Twenty years ago this month, Superman died.
It wasn't the first time, or the last — but for one moment in the early 1990s, the combination of a slow news day and the growing popularity of comics collided for what many people recall as the busiest-ever day for comic-book sales.
The writers and editors of the Superman line had been leading up to a wedding between Lois Lane and Clark Kent. But with the show “Lois and Clark: The New Adventures of Superman” on the air, it was decided to delay the wedding to be more in line with the TV show's romantic plans. With issues to fill, the retreat of Superman writers and artists brought forth the idea to kill the Man of Steel.
On the day of release, Nov. 18, 1992, I watched a line of customers snake out the door and around the building of the comic shop I worked in at the time.
The Oklahoman featured the demand for the issue in an article on Nov. 20, 1992.
Planet Comics in Oklahoma City sold 2,200 copies of the issue, up from the 50 they usually ordered.
“The demand for this book has been outrageous,” co-owner Mike Kennedy said in the article, written by Nolan Clay. “We've got housewives, businessmen and grandmothers coming in. I've got secretaries being sent out by their bosses to get this. “Among the 80 fans in line outside the store Thursday were comics collectors ranging in age from 11 to 61.”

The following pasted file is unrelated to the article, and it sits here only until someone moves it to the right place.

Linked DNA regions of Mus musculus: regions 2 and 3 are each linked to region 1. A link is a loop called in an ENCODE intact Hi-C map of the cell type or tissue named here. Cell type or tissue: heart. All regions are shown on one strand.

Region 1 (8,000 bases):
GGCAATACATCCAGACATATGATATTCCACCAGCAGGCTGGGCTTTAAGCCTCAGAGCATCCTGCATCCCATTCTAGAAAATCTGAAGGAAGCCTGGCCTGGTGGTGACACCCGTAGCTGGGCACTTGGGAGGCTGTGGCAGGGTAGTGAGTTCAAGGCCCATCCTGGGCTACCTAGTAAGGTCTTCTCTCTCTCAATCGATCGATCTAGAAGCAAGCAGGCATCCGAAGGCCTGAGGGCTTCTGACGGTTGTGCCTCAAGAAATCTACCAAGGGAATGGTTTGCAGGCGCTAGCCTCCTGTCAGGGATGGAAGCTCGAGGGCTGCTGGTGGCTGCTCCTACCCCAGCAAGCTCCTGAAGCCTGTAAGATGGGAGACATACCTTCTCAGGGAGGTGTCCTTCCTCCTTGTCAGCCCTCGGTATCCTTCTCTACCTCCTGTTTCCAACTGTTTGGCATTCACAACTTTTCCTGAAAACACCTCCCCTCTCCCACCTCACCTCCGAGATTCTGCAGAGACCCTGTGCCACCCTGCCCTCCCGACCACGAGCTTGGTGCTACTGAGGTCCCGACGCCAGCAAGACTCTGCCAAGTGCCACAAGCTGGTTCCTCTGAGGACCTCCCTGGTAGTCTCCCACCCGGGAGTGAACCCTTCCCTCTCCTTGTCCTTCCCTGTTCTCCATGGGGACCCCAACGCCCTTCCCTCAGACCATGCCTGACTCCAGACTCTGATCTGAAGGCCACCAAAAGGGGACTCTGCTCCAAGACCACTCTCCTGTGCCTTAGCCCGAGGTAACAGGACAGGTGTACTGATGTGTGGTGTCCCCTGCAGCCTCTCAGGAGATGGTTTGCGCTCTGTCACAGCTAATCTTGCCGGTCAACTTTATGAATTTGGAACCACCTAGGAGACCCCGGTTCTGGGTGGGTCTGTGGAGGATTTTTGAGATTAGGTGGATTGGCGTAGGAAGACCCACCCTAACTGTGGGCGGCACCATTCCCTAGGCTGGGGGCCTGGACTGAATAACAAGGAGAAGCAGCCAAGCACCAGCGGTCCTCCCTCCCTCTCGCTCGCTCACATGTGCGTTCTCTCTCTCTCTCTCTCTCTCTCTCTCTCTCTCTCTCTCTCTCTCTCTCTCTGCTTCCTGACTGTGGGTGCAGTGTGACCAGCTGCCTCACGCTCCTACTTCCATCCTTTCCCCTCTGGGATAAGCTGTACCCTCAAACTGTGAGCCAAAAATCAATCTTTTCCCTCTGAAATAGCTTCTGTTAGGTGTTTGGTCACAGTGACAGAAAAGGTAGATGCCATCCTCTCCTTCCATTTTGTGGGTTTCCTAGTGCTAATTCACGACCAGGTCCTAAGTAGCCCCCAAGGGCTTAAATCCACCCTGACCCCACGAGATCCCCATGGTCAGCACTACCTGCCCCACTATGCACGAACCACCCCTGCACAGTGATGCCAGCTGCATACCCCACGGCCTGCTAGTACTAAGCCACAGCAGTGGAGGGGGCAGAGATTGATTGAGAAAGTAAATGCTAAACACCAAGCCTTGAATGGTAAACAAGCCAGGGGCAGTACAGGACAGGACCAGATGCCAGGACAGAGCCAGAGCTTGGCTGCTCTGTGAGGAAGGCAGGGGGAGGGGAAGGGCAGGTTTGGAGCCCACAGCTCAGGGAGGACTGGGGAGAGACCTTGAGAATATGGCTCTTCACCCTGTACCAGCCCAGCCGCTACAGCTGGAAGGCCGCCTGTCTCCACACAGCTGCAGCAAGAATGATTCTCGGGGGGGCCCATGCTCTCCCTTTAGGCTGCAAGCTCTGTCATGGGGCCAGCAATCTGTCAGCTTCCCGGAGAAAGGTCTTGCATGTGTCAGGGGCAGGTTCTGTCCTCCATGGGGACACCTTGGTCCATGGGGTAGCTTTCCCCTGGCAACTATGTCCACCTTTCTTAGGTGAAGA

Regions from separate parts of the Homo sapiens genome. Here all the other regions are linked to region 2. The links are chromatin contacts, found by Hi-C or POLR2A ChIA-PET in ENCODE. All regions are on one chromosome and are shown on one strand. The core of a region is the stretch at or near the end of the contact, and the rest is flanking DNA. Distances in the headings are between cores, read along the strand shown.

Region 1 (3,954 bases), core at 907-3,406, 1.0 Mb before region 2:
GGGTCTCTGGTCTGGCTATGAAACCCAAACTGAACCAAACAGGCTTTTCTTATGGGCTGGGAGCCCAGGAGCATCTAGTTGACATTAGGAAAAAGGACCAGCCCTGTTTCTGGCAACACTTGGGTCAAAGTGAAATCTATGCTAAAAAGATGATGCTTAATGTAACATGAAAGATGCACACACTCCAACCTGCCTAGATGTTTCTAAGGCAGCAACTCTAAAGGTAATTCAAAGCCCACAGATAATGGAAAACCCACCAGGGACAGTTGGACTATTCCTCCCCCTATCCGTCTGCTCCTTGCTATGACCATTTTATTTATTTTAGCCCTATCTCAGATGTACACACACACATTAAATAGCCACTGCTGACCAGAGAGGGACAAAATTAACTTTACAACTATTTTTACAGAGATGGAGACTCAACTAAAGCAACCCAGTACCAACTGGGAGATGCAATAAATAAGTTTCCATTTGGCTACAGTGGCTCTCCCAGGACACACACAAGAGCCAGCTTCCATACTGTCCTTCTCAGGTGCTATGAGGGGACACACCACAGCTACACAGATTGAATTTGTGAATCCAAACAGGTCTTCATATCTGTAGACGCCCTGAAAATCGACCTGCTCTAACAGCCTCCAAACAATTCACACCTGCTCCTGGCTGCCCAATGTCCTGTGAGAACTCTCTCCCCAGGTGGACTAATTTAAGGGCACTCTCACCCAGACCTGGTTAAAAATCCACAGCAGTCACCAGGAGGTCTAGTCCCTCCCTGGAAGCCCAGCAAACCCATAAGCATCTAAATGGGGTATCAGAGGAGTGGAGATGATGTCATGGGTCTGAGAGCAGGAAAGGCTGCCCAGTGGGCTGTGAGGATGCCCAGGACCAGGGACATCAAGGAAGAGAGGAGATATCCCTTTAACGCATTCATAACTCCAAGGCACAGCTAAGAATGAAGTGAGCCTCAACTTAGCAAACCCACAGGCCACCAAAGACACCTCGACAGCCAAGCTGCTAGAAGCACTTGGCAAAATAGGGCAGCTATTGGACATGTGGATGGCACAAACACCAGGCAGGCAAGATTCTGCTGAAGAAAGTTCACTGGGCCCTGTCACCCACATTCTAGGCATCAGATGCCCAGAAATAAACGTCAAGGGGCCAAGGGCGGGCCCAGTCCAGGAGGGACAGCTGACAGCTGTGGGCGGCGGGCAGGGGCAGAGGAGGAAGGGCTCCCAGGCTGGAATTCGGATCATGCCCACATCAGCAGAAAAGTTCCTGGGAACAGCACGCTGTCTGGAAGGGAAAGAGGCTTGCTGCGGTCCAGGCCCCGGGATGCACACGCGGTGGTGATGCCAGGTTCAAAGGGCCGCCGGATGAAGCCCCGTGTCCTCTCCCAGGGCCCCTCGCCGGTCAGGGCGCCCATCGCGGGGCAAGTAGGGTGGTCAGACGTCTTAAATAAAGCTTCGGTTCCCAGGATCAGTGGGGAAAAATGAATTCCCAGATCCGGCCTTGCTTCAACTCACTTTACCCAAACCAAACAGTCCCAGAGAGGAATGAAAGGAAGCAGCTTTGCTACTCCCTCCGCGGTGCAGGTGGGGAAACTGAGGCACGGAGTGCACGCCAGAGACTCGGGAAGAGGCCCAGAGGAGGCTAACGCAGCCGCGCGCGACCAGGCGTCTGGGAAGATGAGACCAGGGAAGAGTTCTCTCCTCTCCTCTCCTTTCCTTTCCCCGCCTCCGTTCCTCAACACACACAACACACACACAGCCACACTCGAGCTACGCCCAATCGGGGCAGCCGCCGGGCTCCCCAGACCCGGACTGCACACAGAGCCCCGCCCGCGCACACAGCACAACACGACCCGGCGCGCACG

Kennedy rented a casket and draped it with a homemade red Superman cape for the festivities.
In Chicago, Eric Kirsammer of Chicago Comics remembers scrambling for more copies.
“I remember that day like it was yesterday ... not really, but I was open,” he said. “We were totally unprepared for the onslaught. Sold out really quickly. One of the things I remember most was being on the phone with Capital City, asking for a second or third print and they said it was sold out.”